14 There have been a number of changes from the 2010-11 Personal Fraud Survey that have affected the availability or comparability of some data items in the 2014-15 Survey. Information about characteristics of incidents of personal fraud are not comparable across the two reference periods. The 2010-11 survey collected detailed characteristics about all incidents in the last 12 months for each fraud type. The 2014-15 survey collected details on the most recent incident only.

15 Some of the characteristics of the incidents that were collected also changed between 2014-15 and 2010-11. The 2014-15 survey collected data about time lost and behaviour change due to the fraud incident for each fraud type, for the first time. The 2010-11 survey collected additional data items about incidents of personal fraud types, such as information about joint account holder status, and how many cards were subjected to card fraud.

16 Information about total financial loss for all incidents of each type of fraud in the last 12 months was collected in both 2014-15 and 2010-11 and is therefore comparable.

Card fraud

17 Additional questions were asked in the 2014-15 survey on the impact of fraud incidents. These included whether the respondent had discovered the most recent incident of fraud or someone else had informed them, the amount of time lost in the most recent incident, and whether their behaviour has changed as a result of the fraud incident. To accommodate these new questions, some information collected in the 2010-11 survey was not included in 2014-15: the number of cards fraudulently used, whether these were part of a joint account with another person, and the number of joint account holders.

Identity theft

18 Due to changes in the question regarding experience of identity theft, data from 2014-15 are not comparable with those from 2010-11.

19 The number of response categories for 'how details were obtained' was increased in 2014-15 to reflect current common methods, such as social media. Additional questions were asked in the 2014-15 survey on the impact of identity theft incidents. These included the amount of time lost in the most recent incident, and whether behaviour has changed as a result of the fraud incident.

Scam fraud

20 In 2014-15, additional information was collected on how the respondent became aware the incident was a scam. Additional questions were also asked on the impact of scam incidents, including the amount of time lost in the most recent incident, and whether behaviour has changed as a result of the fraud incident.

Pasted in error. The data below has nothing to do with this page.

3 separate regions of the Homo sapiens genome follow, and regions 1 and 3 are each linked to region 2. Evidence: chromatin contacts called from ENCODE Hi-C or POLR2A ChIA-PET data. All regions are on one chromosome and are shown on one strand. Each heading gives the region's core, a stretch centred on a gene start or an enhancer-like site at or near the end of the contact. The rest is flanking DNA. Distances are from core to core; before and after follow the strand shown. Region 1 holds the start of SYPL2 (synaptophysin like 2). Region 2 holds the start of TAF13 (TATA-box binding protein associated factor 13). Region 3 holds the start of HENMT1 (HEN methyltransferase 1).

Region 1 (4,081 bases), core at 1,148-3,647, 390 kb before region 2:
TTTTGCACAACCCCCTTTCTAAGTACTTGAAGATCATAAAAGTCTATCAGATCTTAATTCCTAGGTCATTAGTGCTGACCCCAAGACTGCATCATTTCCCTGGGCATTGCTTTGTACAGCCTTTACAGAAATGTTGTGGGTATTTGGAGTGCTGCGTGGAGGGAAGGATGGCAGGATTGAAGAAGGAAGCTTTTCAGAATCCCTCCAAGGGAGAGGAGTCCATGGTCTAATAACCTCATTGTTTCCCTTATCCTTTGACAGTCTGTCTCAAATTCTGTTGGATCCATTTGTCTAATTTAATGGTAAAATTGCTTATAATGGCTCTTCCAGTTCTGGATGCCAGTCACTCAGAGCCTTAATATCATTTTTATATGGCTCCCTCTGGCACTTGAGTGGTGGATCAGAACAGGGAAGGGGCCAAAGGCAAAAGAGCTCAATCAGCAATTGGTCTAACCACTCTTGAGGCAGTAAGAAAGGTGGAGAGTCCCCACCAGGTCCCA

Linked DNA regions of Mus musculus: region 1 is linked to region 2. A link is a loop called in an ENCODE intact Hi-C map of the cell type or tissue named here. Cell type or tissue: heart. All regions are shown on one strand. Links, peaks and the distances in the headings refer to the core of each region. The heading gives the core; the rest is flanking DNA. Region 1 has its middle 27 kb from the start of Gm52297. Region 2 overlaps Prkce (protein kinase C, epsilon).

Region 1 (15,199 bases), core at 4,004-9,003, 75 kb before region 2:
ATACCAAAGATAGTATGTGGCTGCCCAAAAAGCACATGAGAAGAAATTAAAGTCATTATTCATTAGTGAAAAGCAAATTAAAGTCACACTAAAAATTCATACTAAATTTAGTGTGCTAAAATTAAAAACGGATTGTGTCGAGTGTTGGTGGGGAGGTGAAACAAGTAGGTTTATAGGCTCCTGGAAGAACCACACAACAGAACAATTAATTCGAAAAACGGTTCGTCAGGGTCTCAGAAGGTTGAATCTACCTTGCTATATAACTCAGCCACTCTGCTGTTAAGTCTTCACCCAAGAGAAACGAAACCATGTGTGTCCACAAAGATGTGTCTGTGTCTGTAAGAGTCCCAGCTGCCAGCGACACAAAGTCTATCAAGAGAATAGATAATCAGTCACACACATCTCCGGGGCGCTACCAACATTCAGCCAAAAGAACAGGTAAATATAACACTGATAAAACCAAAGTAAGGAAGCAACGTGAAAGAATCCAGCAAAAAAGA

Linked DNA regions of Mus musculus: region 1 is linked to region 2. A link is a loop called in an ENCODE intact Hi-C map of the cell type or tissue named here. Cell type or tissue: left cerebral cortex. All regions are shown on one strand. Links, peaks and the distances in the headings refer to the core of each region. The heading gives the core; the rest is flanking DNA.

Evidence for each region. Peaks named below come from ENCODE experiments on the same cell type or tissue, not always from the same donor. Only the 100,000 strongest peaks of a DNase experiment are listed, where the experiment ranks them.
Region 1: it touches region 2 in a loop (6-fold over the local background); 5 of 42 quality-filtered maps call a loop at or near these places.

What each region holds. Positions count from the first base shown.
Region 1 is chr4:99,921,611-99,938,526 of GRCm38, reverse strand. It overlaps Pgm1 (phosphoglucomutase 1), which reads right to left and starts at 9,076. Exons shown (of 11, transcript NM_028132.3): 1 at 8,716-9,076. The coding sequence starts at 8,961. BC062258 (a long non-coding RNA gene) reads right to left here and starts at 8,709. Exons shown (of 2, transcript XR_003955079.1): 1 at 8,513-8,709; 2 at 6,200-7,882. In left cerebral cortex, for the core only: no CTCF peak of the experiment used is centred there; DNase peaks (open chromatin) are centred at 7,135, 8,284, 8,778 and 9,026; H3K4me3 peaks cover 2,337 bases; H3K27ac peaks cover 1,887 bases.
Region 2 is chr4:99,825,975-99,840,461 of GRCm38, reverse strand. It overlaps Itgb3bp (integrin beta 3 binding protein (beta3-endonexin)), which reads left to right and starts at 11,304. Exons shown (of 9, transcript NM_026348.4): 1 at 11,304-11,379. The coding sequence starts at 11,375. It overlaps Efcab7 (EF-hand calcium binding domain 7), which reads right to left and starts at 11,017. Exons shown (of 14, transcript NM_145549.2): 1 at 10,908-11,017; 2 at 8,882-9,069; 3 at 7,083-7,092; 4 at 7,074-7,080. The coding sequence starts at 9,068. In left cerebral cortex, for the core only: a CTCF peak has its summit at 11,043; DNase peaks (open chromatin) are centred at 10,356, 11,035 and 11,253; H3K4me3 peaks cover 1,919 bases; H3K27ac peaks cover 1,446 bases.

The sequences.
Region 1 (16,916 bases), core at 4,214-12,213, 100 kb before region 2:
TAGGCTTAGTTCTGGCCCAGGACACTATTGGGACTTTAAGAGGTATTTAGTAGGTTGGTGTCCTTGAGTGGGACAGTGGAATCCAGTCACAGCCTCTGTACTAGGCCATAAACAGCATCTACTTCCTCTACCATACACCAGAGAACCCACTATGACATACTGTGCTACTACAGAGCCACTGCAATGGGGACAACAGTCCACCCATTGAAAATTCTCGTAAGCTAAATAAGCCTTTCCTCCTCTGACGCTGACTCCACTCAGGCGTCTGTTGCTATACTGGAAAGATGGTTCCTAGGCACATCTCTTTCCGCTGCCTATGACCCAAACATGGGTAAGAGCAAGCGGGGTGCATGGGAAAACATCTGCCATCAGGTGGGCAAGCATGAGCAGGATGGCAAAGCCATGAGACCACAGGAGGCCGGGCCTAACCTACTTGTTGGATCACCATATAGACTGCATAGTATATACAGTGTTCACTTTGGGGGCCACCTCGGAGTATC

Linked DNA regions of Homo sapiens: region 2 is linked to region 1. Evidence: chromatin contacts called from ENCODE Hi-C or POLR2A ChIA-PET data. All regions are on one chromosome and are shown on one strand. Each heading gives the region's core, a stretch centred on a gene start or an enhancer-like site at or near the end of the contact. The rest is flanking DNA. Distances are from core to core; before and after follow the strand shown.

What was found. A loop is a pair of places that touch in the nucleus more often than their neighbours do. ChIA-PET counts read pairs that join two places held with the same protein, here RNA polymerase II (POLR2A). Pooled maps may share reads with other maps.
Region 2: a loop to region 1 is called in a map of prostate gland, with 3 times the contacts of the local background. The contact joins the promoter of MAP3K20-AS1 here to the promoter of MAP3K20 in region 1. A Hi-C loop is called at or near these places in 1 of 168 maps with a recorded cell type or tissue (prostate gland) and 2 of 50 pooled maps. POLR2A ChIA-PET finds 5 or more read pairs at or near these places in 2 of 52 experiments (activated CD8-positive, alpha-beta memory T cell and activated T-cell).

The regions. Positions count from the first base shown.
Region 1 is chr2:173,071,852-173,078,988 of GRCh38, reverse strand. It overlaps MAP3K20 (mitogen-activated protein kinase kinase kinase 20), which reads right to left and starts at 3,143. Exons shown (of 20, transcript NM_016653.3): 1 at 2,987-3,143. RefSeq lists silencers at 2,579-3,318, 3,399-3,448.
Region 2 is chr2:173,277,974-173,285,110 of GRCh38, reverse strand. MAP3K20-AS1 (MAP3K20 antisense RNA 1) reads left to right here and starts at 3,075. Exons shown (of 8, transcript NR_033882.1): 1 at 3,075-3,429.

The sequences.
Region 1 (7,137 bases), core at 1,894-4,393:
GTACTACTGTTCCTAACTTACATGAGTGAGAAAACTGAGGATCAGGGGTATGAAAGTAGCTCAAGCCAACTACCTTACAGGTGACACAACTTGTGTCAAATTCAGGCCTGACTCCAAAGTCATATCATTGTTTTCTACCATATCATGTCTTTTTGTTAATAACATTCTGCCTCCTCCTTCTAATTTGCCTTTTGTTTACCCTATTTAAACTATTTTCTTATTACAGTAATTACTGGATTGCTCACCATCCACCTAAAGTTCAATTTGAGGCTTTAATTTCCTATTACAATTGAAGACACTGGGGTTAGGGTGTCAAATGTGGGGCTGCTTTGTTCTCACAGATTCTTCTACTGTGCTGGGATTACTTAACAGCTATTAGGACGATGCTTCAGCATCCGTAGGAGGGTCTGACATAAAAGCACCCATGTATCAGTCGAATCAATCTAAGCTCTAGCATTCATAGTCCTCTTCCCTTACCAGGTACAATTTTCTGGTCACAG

21 Some of the selected scam types included in 2014-15 differ from those in 2010-11, and it is not recommended to directly compare data by scam type. The two categories 'lottery' and 'pyramid scheme' are consistent between the two surveys. Information on additional scam types was included in 2014-15. These were: 'information request', 'relationship', 'up-front payment', 'financial advice', 'computer support', 'working from home', and 'online trading or auction site'.


22 In this survey, personal fraud comprises:

  • card fraud
  • identity theft
  • selected scams, which include:
    • lottery
    • information request
    • pyramid scheme
    • relationship
    • up-front payment
    • financial advice
    • computer support
    • working from home
    • online trading or auction site
    • other scams.


Identity fraud

23 A person was defined as having experienced identity fraud if they had their credit, debit or EFTPOS card, or other personal details or documents, such as driver’s licence, tax file number or passport, used by another person for unauthorised gain. This included instances where business transactions were conducted or accounts opened in the individual’s name without permission, or any other uses of their identity without permission. Persons who became aware of an occurrence of identity fraud against them were considered to have experienced identity fraud.

24 The survey sought to establish the number of incidents of card fraud or identity theft that were experienced, that is, the number of times the respondent had their personal or financial details stolen. The survey did not collect the number of individual transactions or cash withdrawals that occurred in each incident before the breach was detected. For example, if a respondent's card was stolen and was used to make five transactions before the card was cancelled, only the one incident of the card being stolen and used fraudulently was counted.


25 A person was defined as having experienced a scam if they were not only exposed to a scam or fraudulent offer, but also responded to a scam invitation, request, notification or offer by way of supplying personal information, money or both, or if they sought more information from the sender of the scam.